"Star Eyes", with fine walking bass by Benjamin, swings from the start, with words by Mary, Martinot trills by Rosie, guitar pings by Vinnie, plus Nick and Dick in a Lowrey-and-AOC duet. The two-octave upsweep at the end is one of the wildest finales I have ever heard.

Though the above comments should give you a few helpful pointers in your trip through outer space with Mary and Dick, the journey should prove thoroughly stimulating with or without guideposts. But please watch out for flying saucers!

The following clips offer a preview of the remastered album: enjoy "Moon Gas", "Isn't It Odd", "Space Reflex (Blues in 5/4)" and "Bye, Bye Blues"!

The following interview was published on "Cool and Strange Music!", issue #7, 1997

The Further Adventures of The Man from O.R.G.A.N.

An interview with Dick Hyman by Michael David Toth

MDT: It seems like at this time in your career it's reversed from the '50s and '60s, in that very little of your professional time now is spent doing studio recordings for albums, but most of it is in live performances, film work, and other sundry side projects for stage and screen. Am I assessing this correctly?

DH: Yes, you're correct. In the '50s, I was still on staff with NBC in New York, and before that at a smaller station, WMCA. That led to my being totally freelance for several decades, except for a three-year period when I didn't do much, but be Arthur Godfrey's music director. Before and after that time, my work was primarily record dates, films, and radio and television commercials. After a time, however, I got into the more recent period, which you describe accurately, where I do a lot more concerts and performances which I produce or organize, as well as films.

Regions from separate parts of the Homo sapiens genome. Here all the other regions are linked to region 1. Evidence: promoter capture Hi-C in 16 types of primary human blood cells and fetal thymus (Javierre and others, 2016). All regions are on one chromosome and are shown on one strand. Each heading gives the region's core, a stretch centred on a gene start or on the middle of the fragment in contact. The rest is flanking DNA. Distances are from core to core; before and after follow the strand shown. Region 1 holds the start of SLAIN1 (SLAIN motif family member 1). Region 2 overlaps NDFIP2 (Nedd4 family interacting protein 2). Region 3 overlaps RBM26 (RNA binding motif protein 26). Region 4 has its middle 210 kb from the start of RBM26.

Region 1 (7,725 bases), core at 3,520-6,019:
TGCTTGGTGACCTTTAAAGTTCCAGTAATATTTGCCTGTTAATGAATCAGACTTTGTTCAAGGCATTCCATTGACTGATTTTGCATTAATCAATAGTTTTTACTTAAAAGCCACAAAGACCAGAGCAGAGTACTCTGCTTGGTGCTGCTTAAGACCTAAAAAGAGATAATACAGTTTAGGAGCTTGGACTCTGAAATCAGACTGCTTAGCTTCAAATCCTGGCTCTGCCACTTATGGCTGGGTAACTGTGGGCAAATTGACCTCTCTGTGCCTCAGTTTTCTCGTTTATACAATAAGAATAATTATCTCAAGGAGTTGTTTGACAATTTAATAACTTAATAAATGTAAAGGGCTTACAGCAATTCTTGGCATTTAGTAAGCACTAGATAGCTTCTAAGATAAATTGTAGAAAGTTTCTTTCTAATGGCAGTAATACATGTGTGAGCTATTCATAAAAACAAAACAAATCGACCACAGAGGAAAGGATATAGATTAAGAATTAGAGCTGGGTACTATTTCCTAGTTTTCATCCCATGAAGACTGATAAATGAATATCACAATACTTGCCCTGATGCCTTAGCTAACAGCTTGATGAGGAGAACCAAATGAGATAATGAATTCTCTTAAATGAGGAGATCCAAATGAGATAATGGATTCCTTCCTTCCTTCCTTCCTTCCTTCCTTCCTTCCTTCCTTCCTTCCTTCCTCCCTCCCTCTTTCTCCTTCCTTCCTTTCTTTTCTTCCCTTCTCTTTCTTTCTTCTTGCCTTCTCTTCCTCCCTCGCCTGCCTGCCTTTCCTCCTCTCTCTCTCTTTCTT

MDT: What sort of things caused that shift in making live performance more attractive than doing studio work?

DH: A couple of things: one was I felt the need to express myself a little bit more personally rather than continue to be a largely anonymous player or arranger. Also, my name was increasing in stature due to my own arrangements, and this somewhat made it awkward to be on call working for other arrangers. I'd been able to maintain that balance of both doing my own things and working for other people for a long time, but at a certain point it seemed to tip the other way, and I was into my own projects much more. And then too, the golden age of studio work had begun to decline. There came to be much less of it, and today, as far as I know, there's only an echo of the amazing flourishing we had in the '50s through the '70s.

MDT: Jumping back to the subject of your film work, probably some of the prominent batches of your recent work are related to Woody Allen projects. How did that whole working relationship with Woody Allen get initiated? What was the first film that started with?

DH: I think the very first film that I did of Woody's was when I worked for Mundell Lowe, who did the music for "Everything You Always Wanted to Know About Sex". Thereafter, I began to get calls from Woody's office to do piano solos, for example in "Stardust Memories" and "Manhattan". These led to more responsible orchestral scoring; the first of these was Zelig, which required a lot of music, both arranging and original stuff. And it went on from there. At this point I do whatever is necessary whenever it's necessary. For example, it took about a year to put all the music together for "Everyone Says I Love You", which is the most recent film of Woody's.